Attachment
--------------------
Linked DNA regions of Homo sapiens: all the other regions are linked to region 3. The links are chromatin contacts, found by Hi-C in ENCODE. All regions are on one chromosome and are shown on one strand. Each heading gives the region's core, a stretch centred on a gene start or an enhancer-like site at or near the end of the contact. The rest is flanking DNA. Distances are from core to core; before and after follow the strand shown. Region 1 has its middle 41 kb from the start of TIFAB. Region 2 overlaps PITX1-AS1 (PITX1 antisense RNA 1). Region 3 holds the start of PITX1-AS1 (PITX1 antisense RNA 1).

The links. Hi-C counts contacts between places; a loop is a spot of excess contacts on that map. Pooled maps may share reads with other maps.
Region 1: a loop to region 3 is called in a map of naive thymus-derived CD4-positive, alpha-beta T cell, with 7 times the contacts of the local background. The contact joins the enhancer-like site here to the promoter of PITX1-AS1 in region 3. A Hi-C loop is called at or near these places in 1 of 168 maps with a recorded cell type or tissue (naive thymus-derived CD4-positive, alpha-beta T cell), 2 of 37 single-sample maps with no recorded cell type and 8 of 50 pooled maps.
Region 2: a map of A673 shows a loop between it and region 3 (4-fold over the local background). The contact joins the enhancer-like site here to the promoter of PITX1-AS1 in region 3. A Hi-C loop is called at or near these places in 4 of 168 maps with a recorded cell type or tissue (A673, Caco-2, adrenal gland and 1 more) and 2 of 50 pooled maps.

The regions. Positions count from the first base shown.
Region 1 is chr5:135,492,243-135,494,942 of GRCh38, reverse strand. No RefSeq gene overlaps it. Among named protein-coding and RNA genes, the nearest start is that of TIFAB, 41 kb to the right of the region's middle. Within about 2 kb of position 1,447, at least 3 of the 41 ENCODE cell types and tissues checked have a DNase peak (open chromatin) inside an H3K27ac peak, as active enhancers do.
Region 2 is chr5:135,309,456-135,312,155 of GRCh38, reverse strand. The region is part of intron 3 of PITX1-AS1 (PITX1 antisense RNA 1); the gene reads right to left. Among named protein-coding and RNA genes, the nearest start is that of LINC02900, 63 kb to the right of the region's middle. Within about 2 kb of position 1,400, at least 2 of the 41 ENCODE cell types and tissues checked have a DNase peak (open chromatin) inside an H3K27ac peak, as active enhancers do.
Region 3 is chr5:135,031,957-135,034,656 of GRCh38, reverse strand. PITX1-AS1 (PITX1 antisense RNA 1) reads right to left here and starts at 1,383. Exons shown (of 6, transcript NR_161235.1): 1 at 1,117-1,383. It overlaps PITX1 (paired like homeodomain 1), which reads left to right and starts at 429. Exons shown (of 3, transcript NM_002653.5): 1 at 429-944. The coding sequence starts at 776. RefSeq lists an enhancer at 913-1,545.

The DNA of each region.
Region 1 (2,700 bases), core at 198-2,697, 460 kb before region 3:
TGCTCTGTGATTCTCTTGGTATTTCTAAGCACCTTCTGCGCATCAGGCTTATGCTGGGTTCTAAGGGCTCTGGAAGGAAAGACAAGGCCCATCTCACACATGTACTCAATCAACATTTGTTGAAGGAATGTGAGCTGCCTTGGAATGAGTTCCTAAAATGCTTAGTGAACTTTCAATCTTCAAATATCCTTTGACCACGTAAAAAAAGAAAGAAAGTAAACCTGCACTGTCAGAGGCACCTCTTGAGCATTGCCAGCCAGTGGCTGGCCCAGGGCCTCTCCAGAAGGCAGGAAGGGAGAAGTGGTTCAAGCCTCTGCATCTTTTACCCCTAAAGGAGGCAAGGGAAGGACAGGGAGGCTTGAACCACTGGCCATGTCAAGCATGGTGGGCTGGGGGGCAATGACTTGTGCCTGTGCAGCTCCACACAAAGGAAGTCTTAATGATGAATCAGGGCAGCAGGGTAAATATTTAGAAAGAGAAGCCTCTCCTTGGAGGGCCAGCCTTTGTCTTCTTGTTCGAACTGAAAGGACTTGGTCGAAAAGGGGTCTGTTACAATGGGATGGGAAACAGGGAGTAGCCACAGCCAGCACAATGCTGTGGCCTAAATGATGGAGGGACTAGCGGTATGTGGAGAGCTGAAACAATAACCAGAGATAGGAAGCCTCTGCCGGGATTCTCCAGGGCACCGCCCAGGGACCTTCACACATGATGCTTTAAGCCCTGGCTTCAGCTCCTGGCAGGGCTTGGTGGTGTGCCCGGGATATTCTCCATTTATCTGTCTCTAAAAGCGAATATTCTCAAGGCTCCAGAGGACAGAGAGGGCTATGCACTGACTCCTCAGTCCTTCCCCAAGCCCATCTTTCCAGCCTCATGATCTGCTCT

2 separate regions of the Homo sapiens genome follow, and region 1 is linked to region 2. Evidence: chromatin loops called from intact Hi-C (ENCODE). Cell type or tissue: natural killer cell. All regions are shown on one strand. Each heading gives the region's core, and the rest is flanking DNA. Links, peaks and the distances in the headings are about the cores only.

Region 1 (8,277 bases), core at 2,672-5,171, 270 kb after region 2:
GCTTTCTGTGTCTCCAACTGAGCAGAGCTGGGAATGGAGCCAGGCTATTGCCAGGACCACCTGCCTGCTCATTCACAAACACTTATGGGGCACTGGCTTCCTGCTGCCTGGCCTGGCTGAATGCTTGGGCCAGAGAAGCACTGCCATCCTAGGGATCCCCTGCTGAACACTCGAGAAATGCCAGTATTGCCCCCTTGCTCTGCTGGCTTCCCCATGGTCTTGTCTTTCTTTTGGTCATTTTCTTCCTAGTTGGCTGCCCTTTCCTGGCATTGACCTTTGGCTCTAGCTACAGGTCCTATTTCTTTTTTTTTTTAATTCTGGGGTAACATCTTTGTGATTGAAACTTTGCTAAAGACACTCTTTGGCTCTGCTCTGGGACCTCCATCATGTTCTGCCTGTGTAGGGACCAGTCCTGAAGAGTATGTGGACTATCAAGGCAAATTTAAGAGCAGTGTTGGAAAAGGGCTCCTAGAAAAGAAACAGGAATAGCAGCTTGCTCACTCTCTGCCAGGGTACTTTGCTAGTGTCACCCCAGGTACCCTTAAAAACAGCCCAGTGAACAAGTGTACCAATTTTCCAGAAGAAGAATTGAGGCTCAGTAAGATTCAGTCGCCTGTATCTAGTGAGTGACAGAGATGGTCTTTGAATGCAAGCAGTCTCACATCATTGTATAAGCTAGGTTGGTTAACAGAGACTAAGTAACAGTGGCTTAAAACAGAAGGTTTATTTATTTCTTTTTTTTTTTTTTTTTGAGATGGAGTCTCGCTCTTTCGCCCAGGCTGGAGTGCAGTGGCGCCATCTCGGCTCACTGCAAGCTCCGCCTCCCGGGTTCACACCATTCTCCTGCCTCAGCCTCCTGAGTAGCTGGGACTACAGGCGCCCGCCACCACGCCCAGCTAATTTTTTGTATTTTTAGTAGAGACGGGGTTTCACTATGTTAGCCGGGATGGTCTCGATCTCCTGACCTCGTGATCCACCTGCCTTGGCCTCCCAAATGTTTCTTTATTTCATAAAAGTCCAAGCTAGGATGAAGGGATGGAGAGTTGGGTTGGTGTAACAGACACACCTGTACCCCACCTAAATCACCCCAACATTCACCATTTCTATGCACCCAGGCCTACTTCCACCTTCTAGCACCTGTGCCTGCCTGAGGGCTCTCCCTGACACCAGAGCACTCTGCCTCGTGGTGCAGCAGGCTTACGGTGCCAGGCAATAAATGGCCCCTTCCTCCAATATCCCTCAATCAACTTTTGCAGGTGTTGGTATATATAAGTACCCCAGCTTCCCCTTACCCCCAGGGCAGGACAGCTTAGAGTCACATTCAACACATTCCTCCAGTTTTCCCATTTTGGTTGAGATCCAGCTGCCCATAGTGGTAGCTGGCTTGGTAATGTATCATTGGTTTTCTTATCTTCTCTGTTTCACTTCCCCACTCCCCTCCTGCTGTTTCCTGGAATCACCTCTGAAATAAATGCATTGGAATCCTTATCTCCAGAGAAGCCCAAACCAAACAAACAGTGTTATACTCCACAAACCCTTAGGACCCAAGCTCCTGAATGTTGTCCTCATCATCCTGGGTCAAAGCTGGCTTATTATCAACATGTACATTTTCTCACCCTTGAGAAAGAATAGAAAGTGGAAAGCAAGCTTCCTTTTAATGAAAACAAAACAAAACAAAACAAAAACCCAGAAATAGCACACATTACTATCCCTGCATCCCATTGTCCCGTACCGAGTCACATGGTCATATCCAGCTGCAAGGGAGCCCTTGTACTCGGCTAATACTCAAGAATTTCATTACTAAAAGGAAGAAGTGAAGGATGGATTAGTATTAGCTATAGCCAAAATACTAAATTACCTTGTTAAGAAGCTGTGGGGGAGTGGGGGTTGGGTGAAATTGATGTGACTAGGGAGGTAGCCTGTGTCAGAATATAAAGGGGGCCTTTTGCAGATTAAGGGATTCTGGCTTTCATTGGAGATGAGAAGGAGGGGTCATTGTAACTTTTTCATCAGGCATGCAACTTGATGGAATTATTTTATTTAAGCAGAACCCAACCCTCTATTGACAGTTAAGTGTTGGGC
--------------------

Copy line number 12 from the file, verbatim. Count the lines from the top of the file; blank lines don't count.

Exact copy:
2 separate regions of the Homo sapiens genome follow, and region 1 is linked to region 2. Evidence: chromatin loops called from intact Hi-C (ENCODE). Cell type or tissue: natural killer cell. All regions are shown on one strand. Each heading gives the region's core, and the rest is flanking DNA. Links, peaks and the distances in the headings are about the cores only.